Why can't bots check “I am not a robot” checkboxes?  (Answer from Quora Social Media)

Discussion created by elstaci on Mar 16, 2019
Latest reply on Mar 16, 2019 by black_zion
Don't know how credible this answer is but seems to be fairly convincing. This doesn't concern GPU or CPU but interesting question that seems like it should be easy to answer but isn't concerning Security in Browsers:
Oliver Emberton
Oliver Emberton, CEO at Silktide

How complicated can one little checkbox be? I mean it’s just OH MY GOD YOU CAN’T EVEN IMAGINE.

For starters, Google invented an entire virtual machine – essentially a simulated computer inside a computer – just to run that checkbox.

That virtual machine uses their own language, which they encrypt twice.

This is no simple encryption. Normally when you password protect something, you might use a key to decode it. Google’s invented language is decoded with a key that is changed by the process of reading the language, and the language also changes as it is read.

Google combines (hashes) that key with the web address you’re visiting, so you can’t use a CAPTCHA from one website to bypass another. It further combines that with “fingerprints” from your browser, catching microscopic variations in your computer that a bot would struggle to replicate (like CSS rules).

All this is just to make it hard for you to understand what Google is even doing. You need to write tools just to analyse it. (Fortunately people did just that).

It turns out they record and analyse:

  • Your computer’s timezone and time
  • Your IP address and rough location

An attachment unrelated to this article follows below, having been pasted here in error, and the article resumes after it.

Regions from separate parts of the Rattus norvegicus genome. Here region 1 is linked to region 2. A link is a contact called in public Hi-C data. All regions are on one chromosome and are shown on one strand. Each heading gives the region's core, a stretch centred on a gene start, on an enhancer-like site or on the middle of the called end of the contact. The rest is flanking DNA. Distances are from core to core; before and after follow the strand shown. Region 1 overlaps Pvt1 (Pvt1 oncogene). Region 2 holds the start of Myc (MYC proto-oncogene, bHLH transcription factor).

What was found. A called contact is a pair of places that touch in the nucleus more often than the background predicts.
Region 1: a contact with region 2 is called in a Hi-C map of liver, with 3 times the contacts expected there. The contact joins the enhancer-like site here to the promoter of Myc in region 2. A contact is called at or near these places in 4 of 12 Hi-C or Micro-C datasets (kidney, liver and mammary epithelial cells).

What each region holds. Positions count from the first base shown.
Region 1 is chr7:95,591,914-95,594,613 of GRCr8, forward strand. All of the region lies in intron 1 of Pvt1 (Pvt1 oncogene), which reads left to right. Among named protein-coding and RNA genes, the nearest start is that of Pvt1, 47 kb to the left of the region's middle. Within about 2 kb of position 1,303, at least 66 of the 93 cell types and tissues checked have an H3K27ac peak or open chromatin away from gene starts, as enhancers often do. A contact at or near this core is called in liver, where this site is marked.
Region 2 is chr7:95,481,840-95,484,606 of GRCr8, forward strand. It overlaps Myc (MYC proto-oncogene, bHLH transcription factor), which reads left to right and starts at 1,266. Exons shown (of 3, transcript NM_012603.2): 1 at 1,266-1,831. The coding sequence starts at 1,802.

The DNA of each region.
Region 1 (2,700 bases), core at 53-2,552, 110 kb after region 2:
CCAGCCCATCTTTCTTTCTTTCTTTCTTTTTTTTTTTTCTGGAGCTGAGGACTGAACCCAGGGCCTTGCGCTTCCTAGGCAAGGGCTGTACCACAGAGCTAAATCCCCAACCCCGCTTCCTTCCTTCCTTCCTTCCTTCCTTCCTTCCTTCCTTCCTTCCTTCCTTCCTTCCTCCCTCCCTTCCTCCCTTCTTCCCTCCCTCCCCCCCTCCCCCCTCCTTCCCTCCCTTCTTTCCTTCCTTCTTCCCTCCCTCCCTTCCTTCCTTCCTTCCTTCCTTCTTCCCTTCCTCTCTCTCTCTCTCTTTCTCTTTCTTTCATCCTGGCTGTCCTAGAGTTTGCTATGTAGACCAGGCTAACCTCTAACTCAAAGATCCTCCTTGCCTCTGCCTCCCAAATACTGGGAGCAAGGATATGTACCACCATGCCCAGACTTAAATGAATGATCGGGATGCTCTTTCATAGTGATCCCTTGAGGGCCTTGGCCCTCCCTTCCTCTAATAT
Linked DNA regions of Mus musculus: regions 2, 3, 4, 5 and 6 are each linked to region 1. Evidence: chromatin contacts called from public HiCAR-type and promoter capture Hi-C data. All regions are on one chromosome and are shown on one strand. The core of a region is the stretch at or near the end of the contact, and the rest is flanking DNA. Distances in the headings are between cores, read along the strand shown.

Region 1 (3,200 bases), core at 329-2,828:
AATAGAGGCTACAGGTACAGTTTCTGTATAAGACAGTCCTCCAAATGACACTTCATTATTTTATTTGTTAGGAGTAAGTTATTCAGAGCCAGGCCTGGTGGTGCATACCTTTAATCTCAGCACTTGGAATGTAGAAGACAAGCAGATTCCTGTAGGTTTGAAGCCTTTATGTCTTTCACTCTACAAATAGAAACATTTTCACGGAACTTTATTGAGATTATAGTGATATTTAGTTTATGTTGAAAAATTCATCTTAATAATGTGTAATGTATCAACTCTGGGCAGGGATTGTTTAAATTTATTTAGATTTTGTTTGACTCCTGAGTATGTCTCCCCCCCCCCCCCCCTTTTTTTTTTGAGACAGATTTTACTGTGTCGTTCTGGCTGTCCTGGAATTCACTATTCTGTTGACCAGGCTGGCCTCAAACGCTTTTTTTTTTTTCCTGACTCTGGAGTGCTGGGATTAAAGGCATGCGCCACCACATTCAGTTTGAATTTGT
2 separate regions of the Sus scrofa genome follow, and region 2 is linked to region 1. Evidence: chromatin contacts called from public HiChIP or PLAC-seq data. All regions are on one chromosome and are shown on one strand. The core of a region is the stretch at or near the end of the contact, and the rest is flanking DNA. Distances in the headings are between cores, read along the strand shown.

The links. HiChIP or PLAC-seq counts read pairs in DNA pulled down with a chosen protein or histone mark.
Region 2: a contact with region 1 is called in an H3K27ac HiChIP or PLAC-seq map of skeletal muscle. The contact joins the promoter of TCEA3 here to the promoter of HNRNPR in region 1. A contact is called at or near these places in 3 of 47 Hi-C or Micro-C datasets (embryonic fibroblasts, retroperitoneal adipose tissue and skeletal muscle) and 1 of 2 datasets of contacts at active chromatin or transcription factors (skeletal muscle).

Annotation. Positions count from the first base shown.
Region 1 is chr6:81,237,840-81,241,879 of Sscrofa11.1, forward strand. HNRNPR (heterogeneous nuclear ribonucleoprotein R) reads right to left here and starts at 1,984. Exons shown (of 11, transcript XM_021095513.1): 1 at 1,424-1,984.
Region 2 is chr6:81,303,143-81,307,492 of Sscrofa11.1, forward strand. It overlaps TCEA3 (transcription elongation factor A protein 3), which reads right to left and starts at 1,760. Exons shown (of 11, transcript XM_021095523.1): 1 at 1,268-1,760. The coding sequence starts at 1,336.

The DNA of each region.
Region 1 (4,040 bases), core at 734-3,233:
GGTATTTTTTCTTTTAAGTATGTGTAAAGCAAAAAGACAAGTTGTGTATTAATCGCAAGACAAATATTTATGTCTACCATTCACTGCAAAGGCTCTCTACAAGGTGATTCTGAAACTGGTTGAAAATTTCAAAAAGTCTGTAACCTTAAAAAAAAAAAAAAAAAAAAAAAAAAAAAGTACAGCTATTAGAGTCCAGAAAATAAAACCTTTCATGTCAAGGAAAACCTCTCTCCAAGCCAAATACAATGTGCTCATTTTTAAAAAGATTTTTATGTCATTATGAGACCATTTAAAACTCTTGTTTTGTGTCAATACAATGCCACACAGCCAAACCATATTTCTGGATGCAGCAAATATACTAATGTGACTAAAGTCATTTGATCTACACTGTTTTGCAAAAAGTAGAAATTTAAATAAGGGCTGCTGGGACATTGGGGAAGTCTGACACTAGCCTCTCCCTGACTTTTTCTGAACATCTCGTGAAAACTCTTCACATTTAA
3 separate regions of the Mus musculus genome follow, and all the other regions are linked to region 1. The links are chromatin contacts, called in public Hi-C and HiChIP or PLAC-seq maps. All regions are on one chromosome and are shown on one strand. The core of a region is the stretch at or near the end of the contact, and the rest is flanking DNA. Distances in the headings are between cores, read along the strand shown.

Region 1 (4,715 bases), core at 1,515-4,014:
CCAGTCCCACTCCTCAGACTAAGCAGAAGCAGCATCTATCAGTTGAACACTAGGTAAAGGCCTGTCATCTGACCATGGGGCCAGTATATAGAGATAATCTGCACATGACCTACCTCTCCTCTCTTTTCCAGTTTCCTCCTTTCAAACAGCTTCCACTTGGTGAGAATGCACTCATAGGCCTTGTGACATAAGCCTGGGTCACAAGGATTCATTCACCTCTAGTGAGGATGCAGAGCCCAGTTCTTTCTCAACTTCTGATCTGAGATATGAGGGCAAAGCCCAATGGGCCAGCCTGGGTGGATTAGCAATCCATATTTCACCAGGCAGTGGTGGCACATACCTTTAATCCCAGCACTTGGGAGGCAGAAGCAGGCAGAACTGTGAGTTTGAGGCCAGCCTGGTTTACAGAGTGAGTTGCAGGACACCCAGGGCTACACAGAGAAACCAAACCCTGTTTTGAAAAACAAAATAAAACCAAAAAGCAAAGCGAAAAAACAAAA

• Your screen size and resolution
  • What browser you’re using
  • What plugins you’re using
  • How long the page took to display
  • How many key presses, mouse clicks, and tap/scrolls were made

And … some other stuff we don’t quite understand.

We do know they ask your browser to draw an invisible image and send it to Google for verification. The image contains things like a nonsense font, which – depending on your computer – will fall back to a system font, and be drawn very differently. They add to this a 3D image with a special texture, drawn in such a way that the result varies between computers:

Source: https://hovav.net/ucsd/dist/canv...

Finally they combine all of this data with their knowledge of the person using the computer. Almost everyone on the Internet uses something owned by Google – search, mail, ads, maps – and as you know Google Tracks All Of Your Things™️. When you click that checkbox, Google reviews your browser history to see if it looks convincingly human.

This is easy for them, because they’re constantly observing the behaviour of billions of real people.

How exactly they check all this information is impossible to know, but they’re almost certainly using machine learning (AI) on their private servers, which is impossible for an outsider to replicate. I wouldn’t be surprised if they also built an adversarial AI to try to beat their own AI, and have both learn from each other.

So why is all this hard for a bot to beat? Because now you’ve got a ridiculous amount of messy human behaviours to simulate, and they’re almost unknowable, and they keep changing, and you can’t tell when. Your bot might have to sign up for a Google service and use it convincingly on a single computer, which should look different from the computers of other bots, in ways you don’t understand. It might need convincing delays and stumbles between key presses, scrolling and mouse movements. This is all incredibly difficult to crack and teach a computer, and complexity comes at a financial cost for the spammer. They might break it for a while, but if it costs them (say) $1 per successful attempt, it’s usually not worth them bothering.

Still, people do break Google’s protection. CAPTCHAs are an ongoing arms race that neither side will ever win. The AI technology which makes Google’s approach so hard to fool is the same technology that is adapted to fool it.

Just wait until that AI is convincing enough to fool you.

Sweet dreams, human.

(Everything here is my best understanding of reCAPTCHA 2, which has certainly got smarter since, and Google is on v3 now. I don’t have a clue how that works, but it probably involves 11-dimensional hypercubes in a virtual multiverse).